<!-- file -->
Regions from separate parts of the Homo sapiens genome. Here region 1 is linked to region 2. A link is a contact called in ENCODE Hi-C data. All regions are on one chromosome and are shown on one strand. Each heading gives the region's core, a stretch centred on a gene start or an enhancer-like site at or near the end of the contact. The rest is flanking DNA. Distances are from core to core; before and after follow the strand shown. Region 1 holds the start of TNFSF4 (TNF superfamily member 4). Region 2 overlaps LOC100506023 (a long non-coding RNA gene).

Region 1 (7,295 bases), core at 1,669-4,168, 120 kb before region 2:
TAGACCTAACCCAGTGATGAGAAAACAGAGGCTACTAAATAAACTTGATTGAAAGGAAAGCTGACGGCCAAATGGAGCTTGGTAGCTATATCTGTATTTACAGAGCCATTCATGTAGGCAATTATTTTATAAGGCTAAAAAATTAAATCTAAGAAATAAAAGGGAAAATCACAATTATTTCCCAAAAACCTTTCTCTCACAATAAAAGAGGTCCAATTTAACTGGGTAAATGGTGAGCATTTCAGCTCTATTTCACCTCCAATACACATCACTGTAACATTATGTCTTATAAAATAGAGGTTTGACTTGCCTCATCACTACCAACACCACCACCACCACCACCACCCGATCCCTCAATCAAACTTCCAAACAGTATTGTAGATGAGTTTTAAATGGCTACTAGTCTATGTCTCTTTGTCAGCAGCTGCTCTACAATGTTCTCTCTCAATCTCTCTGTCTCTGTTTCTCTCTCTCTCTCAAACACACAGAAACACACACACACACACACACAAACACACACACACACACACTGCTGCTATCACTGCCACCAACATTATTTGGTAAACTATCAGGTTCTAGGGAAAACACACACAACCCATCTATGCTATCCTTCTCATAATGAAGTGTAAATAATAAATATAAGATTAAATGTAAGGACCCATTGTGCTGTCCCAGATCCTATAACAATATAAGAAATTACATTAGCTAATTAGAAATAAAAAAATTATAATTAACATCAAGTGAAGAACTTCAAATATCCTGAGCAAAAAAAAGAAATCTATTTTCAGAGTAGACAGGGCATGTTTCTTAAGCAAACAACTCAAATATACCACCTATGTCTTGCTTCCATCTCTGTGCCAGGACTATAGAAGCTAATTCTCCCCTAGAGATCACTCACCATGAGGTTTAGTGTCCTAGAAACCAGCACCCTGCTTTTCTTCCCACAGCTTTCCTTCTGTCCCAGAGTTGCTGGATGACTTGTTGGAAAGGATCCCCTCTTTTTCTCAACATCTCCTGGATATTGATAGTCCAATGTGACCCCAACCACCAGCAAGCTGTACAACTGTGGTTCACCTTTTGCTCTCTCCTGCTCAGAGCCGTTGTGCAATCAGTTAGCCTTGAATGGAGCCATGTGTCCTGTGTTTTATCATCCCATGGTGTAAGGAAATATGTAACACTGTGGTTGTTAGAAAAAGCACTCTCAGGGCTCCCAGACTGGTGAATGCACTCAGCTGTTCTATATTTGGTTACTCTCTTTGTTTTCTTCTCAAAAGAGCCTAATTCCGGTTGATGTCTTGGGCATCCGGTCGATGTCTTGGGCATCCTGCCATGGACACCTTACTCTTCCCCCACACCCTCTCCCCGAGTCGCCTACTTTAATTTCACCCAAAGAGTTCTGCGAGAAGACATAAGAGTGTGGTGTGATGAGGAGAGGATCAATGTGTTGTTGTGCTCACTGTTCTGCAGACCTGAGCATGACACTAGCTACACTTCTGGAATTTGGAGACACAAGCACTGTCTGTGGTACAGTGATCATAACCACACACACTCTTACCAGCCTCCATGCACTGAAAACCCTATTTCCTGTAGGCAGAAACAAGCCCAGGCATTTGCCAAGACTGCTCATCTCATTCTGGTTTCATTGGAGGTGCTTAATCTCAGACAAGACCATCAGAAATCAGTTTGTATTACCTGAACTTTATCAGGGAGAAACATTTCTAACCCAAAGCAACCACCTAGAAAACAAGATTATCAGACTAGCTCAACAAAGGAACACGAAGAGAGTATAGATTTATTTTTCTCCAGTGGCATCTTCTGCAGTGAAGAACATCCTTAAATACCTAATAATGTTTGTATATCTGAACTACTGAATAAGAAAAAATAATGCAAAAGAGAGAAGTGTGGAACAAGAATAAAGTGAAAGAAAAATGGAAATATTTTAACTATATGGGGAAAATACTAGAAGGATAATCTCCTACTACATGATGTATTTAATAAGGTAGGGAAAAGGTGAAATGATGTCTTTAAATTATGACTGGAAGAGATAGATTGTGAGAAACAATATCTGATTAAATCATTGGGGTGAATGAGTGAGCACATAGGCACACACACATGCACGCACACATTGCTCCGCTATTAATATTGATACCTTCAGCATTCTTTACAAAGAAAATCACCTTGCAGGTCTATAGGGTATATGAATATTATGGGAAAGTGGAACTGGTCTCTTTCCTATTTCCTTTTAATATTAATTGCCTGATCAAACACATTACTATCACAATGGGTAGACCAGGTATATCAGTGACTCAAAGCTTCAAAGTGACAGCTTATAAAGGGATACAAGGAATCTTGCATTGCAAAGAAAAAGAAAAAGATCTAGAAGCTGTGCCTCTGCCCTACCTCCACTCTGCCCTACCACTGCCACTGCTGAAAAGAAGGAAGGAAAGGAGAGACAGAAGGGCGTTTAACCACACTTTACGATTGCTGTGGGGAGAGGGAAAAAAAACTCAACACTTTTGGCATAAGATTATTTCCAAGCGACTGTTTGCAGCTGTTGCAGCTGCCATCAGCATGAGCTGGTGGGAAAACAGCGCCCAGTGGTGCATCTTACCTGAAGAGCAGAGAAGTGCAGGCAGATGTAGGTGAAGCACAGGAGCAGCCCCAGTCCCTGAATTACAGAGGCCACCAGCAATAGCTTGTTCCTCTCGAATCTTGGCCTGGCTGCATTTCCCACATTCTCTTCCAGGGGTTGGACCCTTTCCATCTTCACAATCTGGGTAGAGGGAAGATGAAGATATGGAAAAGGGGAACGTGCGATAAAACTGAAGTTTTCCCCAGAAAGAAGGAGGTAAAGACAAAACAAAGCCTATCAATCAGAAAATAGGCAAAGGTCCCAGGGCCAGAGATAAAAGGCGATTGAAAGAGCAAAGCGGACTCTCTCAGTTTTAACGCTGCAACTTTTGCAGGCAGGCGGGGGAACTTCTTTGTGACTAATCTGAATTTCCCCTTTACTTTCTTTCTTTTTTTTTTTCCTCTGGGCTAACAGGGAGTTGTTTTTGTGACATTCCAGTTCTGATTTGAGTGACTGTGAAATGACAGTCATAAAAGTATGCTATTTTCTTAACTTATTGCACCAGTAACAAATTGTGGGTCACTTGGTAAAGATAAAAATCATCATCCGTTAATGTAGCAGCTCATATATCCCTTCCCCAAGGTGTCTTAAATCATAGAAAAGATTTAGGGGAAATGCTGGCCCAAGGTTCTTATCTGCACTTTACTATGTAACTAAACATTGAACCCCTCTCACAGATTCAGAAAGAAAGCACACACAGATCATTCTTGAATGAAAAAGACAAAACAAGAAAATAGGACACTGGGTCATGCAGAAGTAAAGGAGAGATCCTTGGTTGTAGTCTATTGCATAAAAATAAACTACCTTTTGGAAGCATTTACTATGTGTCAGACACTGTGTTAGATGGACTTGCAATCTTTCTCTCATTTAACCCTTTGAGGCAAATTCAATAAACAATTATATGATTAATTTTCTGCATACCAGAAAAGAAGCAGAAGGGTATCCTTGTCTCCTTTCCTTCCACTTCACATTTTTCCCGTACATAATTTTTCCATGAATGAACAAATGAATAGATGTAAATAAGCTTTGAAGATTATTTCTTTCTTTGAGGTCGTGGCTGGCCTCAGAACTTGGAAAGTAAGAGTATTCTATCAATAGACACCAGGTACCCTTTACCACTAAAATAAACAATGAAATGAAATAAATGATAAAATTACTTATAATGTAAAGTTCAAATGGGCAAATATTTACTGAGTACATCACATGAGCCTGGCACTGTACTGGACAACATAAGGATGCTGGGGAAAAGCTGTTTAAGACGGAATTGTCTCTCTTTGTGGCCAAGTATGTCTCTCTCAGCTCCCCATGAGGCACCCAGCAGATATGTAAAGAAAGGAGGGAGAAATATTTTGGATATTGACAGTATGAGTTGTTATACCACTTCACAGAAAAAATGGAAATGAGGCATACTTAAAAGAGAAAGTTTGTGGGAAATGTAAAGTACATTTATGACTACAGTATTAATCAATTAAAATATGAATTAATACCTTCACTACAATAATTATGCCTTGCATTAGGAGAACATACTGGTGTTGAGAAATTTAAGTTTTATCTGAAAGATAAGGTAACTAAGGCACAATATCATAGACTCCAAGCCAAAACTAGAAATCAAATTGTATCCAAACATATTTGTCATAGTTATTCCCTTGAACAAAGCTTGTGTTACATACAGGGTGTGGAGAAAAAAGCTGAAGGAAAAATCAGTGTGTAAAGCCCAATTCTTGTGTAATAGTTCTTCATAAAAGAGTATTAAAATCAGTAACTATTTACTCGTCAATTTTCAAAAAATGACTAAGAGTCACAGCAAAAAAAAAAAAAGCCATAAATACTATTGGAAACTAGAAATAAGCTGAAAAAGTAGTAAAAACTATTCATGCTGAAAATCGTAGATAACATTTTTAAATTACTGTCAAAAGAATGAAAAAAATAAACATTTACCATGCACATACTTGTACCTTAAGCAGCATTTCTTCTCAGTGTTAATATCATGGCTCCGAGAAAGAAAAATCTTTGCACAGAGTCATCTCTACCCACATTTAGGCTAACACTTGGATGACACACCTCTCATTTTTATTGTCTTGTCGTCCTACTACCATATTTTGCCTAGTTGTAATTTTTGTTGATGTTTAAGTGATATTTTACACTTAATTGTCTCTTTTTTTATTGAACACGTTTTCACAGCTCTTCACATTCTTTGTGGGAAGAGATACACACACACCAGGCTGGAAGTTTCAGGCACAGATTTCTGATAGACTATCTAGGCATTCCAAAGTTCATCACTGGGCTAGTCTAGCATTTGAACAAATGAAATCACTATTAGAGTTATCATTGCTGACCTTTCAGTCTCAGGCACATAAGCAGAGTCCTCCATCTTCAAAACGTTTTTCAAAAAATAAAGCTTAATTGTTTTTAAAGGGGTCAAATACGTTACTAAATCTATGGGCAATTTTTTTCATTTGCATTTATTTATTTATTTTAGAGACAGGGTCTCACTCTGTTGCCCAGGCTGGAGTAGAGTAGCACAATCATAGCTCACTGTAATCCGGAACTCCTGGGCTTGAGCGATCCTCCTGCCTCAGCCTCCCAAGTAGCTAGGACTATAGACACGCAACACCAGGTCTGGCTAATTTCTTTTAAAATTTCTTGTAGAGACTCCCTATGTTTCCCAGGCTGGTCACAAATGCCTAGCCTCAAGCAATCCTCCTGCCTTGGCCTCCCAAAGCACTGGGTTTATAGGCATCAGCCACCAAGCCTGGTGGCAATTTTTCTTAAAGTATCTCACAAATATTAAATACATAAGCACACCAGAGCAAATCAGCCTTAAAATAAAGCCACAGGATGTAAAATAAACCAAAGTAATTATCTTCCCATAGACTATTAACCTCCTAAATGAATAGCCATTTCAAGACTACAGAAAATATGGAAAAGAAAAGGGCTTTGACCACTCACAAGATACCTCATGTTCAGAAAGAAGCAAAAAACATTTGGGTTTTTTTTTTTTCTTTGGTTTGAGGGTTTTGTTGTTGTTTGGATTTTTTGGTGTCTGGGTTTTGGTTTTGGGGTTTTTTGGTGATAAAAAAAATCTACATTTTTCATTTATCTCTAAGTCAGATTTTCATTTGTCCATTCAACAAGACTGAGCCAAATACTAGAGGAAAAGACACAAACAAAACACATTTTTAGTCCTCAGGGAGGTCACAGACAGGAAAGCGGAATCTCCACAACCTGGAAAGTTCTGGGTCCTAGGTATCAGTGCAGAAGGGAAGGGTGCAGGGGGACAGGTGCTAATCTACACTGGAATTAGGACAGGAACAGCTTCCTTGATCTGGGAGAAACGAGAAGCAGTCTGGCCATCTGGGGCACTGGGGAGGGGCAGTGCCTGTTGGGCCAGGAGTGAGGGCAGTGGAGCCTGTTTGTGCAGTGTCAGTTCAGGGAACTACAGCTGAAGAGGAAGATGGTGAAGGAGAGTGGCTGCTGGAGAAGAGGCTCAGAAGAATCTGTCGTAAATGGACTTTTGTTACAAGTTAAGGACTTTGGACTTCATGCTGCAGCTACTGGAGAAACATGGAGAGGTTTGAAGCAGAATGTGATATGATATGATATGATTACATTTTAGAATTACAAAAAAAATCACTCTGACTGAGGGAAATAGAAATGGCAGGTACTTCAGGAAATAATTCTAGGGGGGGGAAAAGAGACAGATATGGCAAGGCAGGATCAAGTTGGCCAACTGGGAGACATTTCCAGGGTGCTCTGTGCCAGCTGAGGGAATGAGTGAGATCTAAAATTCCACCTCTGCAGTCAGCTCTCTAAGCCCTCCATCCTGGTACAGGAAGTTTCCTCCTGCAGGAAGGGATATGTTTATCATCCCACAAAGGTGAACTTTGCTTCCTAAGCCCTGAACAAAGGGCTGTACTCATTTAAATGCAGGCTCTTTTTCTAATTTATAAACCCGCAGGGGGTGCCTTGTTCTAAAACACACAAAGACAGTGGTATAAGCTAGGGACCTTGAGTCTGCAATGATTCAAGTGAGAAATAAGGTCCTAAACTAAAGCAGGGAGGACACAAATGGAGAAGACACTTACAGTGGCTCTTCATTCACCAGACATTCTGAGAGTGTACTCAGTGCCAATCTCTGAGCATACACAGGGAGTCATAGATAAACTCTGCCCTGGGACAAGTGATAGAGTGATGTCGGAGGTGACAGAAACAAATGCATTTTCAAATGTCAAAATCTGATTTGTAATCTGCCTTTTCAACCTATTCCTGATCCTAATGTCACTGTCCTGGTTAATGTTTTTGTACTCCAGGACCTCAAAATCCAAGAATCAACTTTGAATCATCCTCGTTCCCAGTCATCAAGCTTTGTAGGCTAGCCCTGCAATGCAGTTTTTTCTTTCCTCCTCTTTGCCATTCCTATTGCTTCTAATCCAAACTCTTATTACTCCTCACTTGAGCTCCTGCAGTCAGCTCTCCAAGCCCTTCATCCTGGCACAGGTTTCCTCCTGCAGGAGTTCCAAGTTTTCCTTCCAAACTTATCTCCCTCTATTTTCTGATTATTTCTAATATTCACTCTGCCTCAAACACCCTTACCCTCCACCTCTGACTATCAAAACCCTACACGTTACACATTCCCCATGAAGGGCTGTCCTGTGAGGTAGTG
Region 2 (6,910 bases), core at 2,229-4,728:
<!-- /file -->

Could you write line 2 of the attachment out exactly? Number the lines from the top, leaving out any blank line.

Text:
Region 1 (7,295 bases), core at 1,669-4,168, 120 kb before region 2: